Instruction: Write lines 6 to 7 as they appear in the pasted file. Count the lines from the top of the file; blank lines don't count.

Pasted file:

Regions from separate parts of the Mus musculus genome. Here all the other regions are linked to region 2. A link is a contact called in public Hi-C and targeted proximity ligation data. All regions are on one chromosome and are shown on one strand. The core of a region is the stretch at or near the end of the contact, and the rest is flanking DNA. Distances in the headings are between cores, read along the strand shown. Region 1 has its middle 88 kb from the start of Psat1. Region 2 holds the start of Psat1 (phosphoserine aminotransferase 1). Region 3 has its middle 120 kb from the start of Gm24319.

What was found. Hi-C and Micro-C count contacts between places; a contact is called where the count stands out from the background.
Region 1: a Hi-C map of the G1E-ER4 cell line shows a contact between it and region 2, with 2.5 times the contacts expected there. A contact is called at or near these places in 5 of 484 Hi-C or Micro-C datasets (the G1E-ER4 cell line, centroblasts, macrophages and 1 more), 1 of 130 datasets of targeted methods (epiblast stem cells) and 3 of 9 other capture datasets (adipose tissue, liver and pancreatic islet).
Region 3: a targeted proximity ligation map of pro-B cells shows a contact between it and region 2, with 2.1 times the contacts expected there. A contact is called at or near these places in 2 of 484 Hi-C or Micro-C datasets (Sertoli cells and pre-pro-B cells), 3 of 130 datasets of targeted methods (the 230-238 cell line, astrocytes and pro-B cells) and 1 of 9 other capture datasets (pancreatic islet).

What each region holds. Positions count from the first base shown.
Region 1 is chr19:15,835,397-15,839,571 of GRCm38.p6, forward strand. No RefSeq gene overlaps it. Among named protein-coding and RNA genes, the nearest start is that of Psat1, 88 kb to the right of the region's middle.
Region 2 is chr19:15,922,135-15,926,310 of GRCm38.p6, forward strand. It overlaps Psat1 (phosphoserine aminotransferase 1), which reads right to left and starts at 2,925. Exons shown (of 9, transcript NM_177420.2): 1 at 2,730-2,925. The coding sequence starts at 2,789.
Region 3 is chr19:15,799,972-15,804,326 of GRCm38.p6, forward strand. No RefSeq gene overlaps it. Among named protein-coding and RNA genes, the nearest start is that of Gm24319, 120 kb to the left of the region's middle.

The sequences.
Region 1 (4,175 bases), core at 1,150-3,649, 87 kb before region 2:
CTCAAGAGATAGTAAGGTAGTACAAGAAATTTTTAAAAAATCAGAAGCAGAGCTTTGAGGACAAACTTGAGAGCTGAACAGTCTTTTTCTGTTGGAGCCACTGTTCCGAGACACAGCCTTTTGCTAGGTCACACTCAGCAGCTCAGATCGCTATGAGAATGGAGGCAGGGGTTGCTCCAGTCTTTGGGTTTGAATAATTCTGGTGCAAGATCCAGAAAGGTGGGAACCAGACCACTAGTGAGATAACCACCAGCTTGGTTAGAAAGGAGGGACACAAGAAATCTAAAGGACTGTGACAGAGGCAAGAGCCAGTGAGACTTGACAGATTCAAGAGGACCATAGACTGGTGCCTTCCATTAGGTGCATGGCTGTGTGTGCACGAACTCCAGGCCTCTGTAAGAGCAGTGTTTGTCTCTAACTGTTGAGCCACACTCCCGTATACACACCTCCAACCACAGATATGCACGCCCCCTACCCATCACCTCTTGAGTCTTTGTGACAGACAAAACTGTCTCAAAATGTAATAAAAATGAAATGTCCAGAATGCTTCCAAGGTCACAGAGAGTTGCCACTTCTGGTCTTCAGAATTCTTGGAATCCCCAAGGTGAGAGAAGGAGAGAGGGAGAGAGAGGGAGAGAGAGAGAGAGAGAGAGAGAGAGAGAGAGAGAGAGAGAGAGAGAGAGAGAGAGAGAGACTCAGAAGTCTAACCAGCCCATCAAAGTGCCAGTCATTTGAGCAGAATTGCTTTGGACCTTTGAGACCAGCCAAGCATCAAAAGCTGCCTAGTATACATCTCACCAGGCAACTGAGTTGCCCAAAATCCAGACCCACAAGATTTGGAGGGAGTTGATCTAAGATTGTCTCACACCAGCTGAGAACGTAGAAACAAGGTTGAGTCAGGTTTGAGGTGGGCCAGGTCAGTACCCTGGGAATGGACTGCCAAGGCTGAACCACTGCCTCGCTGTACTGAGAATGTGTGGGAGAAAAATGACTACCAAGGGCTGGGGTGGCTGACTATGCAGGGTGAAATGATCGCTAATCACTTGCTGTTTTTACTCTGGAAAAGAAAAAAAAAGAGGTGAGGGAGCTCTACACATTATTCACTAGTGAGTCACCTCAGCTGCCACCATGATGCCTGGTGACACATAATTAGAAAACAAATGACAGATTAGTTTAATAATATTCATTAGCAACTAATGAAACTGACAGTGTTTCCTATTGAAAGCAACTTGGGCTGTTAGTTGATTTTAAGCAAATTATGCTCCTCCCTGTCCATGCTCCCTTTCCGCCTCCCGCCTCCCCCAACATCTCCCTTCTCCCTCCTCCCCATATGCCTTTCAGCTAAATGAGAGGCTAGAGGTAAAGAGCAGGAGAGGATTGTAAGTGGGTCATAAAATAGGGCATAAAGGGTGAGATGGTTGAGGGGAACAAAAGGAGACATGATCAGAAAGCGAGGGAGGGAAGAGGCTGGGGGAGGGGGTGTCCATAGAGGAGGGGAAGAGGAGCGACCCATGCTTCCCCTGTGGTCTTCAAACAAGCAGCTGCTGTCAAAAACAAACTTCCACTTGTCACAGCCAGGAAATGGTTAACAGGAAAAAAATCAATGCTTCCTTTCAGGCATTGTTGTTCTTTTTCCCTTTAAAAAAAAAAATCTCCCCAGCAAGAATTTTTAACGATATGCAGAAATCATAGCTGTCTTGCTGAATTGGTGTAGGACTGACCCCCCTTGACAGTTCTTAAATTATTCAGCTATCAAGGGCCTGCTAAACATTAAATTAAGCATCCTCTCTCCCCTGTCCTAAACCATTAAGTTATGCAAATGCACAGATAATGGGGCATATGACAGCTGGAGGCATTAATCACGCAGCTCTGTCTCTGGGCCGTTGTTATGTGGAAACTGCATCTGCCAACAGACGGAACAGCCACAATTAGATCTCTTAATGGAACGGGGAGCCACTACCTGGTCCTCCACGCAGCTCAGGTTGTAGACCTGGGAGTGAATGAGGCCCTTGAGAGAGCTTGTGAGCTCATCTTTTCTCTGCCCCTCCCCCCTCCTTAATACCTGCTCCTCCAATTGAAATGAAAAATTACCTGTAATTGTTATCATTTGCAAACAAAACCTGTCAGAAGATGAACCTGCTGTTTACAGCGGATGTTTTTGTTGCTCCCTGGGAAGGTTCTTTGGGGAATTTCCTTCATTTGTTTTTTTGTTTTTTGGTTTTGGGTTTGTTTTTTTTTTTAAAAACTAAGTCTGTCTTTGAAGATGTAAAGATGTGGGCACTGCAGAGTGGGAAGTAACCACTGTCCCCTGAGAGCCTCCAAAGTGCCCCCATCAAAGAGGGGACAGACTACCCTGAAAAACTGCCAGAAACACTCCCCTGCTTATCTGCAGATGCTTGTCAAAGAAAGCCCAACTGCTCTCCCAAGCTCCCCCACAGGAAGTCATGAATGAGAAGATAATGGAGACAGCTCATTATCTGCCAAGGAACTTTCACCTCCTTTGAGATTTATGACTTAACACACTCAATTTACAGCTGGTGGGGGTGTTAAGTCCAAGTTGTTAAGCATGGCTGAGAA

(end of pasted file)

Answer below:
Region 1 is chr19:15,835,397-15,839,571 of GRCm38.p6, forward strand. No RefSeq gene overlaps it. Among named protein-coding and RNA genes, the nearest start is that of Psat1, 88 kb to the right of the region's middle.
Region 2 is chr19:15,922,135-15,926,310 of GRCm38.p6, forward strand. It overlaps Psat1 (phosphoserine aminotransferase 1), which reads right to left and starts at 2,925. Exons shown (of 9, transcript NM_177420.2): 1 at 2,730-2,925. The coding sequence starts at 2,789.